Rosh Hashanah is the start of the 10-day period of self-reflection leading to Yom Kippur. Yom Kippur, or the Day of Atonement, marks the day in which God decides who is righteous and worthy of a place in the Book of Life. Both days are High Holy Days in the Jewish faith. Work is prohibited and observers often spend time in prayer. The shofar, a trumpet-like instrument made from a ram’s horn, is used throughout these holidays. A common treat is apples dipped in honey in a nod to a sweet new year. Challah is baked in rounds to symbolize the cyclical nature of life.

In Islam, the Gregorian calendar is used for civil events while the Hijri is used to mark Islamic holidays. The Hijri, or Islamic calendar, dates back to the year 622, the year that the Prophet Muhammad made his migration from the city of Makkah (Mecca) to the city of Al Madina El Monawara (Medina). The Hijri is about 10-11 days shorter than the Gregorian calendar so the Islamic New Year date changes significantly in the Gregorian year. This lunar calendar contains 12 months, which are separated into Sacred and Non-Sacred months.

Muharram: One of the Sacred Months and the first month of the Hijri year, is given its name, Forbidden, because fighting is forbidden during it.

Safar: The second month in the Hijri year is apparently named Safar because Arabs used to loot the houses of their enemies after defeating them in battle, leaving nothing behind.

Rabi Al-Awwal and Rabi Ath-Thani: These two months coincide with the spring, as well as, a period when those victorious in war could enjoy their new possessions, seized in the previous month of Safar.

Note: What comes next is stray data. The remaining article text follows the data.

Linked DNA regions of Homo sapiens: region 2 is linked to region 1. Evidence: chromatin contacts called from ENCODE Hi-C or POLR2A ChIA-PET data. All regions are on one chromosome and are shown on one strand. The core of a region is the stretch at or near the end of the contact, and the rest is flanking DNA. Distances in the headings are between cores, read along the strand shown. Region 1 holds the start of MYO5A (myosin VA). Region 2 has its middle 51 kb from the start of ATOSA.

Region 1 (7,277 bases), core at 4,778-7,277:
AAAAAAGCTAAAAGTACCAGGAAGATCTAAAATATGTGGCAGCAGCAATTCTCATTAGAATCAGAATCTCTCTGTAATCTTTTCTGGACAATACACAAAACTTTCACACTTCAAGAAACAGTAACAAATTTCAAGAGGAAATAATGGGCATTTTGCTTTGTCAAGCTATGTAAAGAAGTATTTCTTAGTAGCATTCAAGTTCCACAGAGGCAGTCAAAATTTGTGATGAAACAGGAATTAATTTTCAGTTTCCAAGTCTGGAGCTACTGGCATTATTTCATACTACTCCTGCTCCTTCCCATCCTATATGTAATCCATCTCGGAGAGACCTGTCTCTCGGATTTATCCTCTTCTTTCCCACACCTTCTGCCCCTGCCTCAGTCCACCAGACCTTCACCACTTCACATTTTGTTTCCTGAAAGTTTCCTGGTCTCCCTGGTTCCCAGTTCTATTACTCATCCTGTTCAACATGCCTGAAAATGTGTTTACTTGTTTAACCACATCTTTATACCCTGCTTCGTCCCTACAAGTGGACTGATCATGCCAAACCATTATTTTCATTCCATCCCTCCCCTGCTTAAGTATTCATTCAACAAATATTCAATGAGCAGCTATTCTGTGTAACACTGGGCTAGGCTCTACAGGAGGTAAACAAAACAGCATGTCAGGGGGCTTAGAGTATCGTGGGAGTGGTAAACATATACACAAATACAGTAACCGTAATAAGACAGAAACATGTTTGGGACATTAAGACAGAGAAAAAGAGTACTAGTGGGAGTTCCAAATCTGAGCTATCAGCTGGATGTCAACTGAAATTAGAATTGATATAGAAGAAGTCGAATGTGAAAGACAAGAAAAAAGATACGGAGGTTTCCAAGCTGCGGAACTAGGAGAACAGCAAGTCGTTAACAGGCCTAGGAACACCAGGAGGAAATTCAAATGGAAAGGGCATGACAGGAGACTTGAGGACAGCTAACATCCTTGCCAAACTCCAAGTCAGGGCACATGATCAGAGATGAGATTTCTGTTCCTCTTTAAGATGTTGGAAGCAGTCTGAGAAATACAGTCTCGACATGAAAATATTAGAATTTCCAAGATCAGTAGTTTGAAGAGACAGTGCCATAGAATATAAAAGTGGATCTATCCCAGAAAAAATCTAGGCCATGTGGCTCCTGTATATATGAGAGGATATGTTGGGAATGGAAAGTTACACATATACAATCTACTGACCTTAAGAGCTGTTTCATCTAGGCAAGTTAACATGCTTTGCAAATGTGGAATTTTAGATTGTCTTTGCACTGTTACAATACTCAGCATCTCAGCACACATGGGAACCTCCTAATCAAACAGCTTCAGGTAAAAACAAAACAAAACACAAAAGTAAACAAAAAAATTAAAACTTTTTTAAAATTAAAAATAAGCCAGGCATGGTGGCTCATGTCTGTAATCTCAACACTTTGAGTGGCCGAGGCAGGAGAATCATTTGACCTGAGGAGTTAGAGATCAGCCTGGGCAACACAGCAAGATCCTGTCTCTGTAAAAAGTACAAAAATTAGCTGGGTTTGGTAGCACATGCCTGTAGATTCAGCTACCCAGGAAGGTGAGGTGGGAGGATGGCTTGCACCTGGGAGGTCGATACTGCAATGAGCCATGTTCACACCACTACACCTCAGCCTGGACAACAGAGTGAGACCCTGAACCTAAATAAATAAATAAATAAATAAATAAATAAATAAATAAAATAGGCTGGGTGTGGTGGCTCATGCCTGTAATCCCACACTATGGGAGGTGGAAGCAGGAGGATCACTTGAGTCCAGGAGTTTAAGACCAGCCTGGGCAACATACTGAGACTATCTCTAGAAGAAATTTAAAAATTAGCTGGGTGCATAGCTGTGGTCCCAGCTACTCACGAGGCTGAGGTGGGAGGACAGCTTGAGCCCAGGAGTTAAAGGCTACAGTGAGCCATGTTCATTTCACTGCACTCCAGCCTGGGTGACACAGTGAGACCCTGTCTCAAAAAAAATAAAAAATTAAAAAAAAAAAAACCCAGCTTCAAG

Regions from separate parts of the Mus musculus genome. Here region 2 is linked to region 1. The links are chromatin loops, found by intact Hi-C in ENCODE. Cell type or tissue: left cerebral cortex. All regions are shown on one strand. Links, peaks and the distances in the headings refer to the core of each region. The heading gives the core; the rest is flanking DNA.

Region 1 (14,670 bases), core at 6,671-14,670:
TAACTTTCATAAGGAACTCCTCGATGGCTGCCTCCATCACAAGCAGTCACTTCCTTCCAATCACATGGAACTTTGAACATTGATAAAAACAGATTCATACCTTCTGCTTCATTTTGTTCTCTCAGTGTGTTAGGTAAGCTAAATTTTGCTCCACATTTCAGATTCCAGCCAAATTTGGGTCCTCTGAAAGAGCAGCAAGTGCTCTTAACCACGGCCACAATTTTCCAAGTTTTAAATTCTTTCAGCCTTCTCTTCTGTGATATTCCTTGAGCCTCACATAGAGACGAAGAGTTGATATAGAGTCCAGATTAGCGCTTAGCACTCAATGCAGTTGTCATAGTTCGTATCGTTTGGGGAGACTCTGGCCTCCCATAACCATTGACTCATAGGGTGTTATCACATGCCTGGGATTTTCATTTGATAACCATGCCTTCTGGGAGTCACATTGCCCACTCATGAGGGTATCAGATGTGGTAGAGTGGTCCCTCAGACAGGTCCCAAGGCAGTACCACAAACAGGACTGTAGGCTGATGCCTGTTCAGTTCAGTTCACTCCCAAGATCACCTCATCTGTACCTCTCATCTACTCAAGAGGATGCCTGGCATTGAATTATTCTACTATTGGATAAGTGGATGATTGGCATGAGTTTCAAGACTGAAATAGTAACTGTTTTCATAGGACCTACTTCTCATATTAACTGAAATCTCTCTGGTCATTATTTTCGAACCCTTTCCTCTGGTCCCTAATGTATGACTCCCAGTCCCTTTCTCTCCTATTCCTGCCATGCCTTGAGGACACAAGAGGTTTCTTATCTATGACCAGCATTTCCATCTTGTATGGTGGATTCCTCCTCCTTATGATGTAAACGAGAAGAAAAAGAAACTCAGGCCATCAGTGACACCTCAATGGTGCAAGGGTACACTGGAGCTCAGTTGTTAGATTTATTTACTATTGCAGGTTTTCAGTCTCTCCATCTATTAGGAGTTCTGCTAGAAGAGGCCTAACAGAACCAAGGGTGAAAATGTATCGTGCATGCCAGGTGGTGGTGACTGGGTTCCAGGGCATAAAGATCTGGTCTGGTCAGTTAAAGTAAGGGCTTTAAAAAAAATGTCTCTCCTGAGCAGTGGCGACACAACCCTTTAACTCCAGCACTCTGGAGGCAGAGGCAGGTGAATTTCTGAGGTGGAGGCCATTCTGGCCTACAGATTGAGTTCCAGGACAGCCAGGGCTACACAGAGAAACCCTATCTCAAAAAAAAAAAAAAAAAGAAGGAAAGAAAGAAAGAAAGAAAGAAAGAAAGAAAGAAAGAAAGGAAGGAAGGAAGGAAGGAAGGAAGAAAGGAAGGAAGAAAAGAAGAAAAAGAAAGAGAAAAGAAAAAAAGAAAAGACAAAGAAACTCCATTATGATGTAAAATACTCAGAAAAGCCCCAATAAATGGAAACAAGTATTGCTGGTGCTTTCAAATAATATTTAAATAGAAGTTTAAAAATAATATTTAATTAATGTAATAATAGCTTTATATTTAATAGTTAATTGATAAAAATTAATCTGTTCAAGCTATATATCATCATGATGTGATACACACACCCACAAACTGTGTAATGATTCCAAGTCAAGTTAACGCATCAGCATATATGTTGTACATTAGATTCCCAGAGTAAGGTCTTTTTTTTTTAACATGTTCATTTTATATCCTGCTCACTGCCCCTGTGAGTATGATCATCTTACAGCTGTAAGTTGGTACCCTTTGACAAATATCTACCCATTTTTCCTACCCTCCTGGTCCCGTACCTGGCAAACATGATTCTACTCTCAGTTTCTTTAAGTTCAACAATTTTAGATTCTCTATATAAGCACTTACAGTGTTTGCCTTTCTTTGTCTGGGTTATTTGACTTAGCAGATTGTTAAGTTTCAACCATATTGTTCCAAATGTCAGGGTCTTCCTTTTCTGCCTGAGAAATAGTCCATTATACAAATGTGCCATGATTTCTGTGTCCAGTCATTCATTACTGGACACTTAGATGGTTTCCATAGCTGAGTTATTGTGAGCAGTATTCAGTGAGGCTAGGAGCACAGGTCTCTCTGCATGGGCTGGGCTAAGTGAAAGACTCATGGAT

Jumada Al-Ula and Jumada Al-Akhirah: Coinciding with the winter season, these two months are named because of water freezing.

Rajab: A Sacred Month, means respect and honor.

Sha’aban: Apparently named for the crossings or journeys the Arabs undertook in search of water whilst going to war. Sha’aban follows a month of abstinence from violence during the previous month of Rajab.

Ramadan: It is named for the high temperatures caused by the summer sun and is the traditional fasting month for Muslims.

Shawwal: It is named due to being the cyclical birthing season for camels that would normally raise their tails in this season.

Dhu Al-Qa’da: This Sacred Month is named after the Arabic word for ‘sitting’, where Muslims must ‘sit out’ or abstain from war (although it is permissible to defend yourself if attacked).